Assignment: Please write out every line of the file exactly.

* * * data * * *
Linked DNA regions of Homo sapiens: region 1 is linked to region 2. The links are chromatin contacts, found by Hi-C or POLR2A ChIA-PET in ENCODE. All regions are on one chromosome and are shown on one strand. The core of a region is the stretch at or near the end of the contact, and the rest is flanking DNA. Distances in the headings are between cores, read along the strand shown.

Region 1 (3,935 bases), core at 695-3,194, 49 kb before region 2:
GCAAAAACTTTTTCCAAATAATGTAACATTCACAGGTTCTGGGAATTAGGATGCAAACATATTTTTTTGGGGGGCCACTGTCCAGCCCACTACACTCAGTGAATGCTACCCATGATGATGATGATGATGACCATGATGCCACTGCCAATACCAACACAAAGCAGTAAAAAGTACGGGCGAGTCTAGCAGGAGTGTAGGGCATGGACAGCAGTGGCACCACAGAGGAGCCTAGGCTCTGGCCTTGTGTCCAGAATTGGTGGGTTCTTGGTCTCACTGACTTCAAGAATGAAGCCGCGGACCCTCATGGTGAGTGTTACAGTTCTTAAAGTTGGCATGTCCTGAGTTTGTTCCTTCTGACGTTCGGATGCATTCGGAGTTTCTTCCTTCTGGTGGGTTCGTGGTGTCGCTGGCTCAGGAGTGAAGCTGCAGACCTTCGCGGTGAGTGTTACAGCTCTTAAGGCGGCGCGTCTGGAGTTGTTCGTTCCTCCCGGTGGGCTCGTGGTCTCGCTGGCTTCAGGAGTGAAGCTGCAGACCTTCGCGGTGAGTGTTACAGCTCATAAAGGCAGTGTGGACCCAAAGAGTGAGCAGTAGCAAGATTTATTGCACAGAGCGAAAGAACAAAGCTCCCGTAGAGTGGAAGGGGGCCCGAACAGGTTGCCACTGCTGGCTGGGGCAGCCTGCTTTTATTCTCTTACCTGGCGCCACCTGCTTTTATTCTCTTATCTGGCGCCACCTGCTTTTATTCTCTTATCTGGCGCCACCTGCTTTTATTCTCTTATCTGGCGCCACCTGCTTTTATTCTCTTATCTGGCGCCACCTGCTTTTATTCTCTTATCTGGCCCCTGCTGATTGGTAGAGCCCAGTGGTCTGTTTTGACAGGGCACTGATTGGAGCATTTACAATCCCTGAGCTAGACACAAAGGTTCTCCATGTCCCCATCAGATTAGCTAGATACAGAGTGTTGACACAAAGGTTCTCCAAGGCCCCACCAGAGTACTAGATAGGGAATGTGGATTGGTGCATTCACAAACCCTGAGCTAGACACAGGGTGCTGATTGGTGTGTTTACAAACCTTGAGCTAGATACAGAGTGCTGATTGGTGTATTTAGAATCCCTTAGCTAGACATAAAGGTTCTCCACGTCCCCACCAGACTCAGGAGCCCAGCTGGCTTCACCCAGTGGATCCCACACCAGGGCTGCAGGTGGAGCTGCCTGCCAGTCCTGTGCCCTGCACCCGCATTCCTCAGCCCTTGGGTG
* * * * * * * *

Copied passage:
Linked DNA regions of Homo sapiens: region 1 is linked to region 2. The links are chromatin contacts, found by Hi-C or POLR2A ChIA-PET in ENCODE. All regions are on one chromosome and are shown on one strand. The core of a region is the stretch at or near the end of the contact, and the rest is flanking DNA. Distances in the headings are between cores, read along the strand shown.

Region 1 (3,935 bases), core at 695-3,194, 49 kb before region 2:
GCAAAAACTTTTTCCAAATAATGTAACATTCACAGGTTCTGGGAATTAGGATGCAAACATATTTTTTTGGGGGGCCACTGTCCAGCCCACTACACTCAGTGAATGCTACCCATGATGATGATGATGATGACCATGATGCCACTGCCAATACCAACACAAAGCAGTAAAAAGTACGGGCGAGTCTAGCAGGAGTGTAGGGCATGGACAGCAGTGGCACCACAGAGGAGCCTAGGCTCTGGCCTTGTGTCCAGAATTGGTGGGTTCTTGGTCTCACTGACTTCAAGAATGAAGCCGCGGACCCTCATGGTGAGTGTTACAGTTCTTAAAGTTGGCATGTCCTGAGTTTGTTCCTTCTGACGTTCGGATGCATTCGGAGTTTCTTCCTTCTGGTGGGTTCGTGGTGTCGCTGGCTCAGGAGTGAAGCTGCAGACCTTCGCGGTGAGTGTTACAGCTCTTAAGGCGGCGCGTCTGGAGTTGTTCGTTCCTCCCGGTGGGCTCGTGGTCTCGCTGGCTTCAGGAGTGAAGCTGCAGACCTTCGCGGTGAGTGTTACAGCTCATAAAGGCAGTGTGGACCCAAAGAGTGAGCAGTAGCAAGATTTATTGCACAGAGCGAAAGAACAAAGCTCCCGTAGAGTGGAAGGGGGCCCGAACAGGTTGCCACTGCTGGCTGGGGCAGCCTGCTTTTATTCTCTTACCTGGCGCCACCTGCTTTTATTCTCTTATCTGGCGCCACCTGCTTTTATTCTCTTATCTGGCGCCACCTGCTTTTATTCTCTTATCTGGCGCCACCTGCTTTTATTCTCTTATCTGGCGCCACCTGCTTTTATTCTCTTATCTGGCCCCTGCTGATTGGTAGAGCCCAGTGGTCTGTTTTGACAGGGCACTGATTGGAGCATTTACAATCCCTGAGCTAGACACAAAGGTTCTCCATGTCCCCATCAGATTAGCTAGATACAGAGTGTTGACACAAAGGTTCTCCAAGGCCCCACCAGAGTACTAGATAGGGAATGTGGATTGGTGCATTCACAAACCCTGAGCTAGACACAGGGTGCTGATTGGTGTGTTTACAAACCTTGAGCTAGATACAGAGTGCTGATTGGTGTATTTAGAATCCCTTAGCTAGACATAAAGGTTCTCCACGTCCCCACCAGACTCAGGAGCCCAGCTGGCTTCACCCAGTGGATCCCACACCAGGGCTGCAGGTGGAGCTGCCTGCCAGTCCTGTGCCCTGCACCCGCATTCCTCAGCCCTTGGGTG